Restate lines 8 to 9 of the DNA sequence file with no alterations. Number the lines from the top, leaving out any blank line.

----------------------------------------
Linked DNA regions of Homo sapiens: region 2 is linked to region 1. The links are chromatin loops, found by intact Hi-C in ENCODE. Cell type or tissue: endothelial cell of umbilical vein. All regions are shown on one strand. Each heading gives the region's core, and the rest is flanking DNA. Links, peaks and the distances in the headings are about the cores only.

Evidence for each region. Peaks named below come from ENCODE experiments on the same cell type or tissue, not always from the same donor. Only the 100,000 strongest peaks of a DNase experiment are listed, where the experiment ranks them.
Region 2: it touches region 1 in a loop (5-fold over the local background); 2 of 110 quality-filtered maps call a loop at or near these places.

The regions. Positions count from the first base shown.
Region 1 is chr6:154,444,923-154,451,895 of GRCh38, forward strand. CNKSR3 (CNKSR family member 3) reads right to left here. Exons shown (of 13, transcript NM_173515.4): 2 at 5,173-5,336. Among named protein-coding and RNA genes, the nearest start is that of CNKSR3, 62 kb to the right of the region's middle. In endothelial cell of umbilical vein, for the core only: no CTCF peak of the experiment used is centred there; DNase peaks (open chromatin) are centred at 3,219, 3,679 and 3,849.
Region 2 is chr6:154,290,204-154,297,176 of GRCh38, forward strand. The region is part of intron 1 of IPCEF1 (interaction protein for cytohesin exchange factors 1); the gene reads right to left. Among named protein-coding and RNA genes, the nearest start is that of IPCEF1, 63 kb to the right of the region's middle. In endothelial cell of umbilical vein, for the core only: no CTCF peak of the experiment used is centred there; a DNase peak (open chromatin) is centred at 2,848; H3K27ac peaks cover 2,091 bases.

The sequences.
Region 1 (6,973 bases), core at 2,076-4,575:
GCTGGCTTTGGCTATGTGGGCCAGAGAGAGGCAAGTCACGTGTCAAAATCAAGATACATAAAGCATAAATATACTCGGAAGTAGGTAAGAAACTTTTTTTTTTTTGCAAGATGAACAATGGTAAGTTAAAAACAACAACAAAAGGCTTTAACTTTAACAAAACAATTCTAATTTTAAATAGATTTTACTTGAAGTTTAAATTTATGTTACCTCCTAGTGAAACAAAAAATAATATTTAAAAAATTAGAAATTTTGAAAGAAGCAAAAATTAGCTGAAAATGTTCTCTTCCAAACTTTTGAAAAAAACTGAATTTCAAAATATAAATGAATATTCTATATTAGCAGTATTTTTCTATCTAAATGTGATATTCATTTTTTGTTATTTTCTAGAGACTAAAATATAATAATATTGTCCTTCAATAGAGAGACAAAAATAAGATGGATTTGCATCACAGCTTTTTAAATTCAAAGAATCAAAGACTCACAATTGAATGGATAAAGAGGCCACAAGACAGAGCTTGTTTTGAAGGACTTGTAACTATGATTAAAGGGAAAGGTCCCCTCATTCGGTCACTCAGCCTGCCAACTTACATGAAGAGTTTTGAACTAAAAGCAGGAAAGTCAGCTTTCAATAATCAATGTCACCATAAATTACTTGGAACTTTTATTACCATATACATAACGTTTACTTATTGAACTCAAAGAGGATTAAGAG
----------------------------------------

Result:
Region 1 (6,973 bases), core at 2,076-4,575:
GCTGGCTTTGGCTATGTGGGCCAGAGAGAGGCAAGTCACGTGTCAAAATCAAGATACATAAAGCATAAATATACTCGGAAGTAGGTAAGAAACTTTTTTTTTTTTGCAAGATGAACAATGGTAAGTTAAAAACAACAACAAAAGGCTTTAACTTTAACAAAACAATTCTAATTTTAAATAGATTTTACTTGAAGTTTAAATTTATGTTACCTCCTAGTGAAACAAAAAATAATATTTAAAAAATTAGAAATTTTGAAAGAAGCAAAAATTAGCTGAAAATGTTCTCTTCCAAACTTTTGAAAAAAACTGAATTTCAAAATATAAATGAATATTCTATATTAGCAGTATTTTTCTATCTAAATGTGATATTCATTTTTTGTTATTTTCTAGAGACTAAAATATAATAATATTGTCCTTCAATAGAGAGACAAAAATAAGATGGATTTGCATCACAGCTTTTTAAATTCAAAGAATCAAAGACTCACAATTGAATGGATAAAGAGGCCACAAGACAGAGCTTGTTTTGAAGGACTTGTAACTATGATTAAAGGGAAAGGTCCCCTCATTCGGTCACTCAGCCTGCCAACTTACATGAAGAGTTTTGAACTAAAAGCAGGAAAGTCAGCTTTCAATAATCAATGTCACCATAAATTACTTGGAACTTTTATTACCATATACATAACGTTTACTTATTGAACTCAAAGAGGATTAAGAG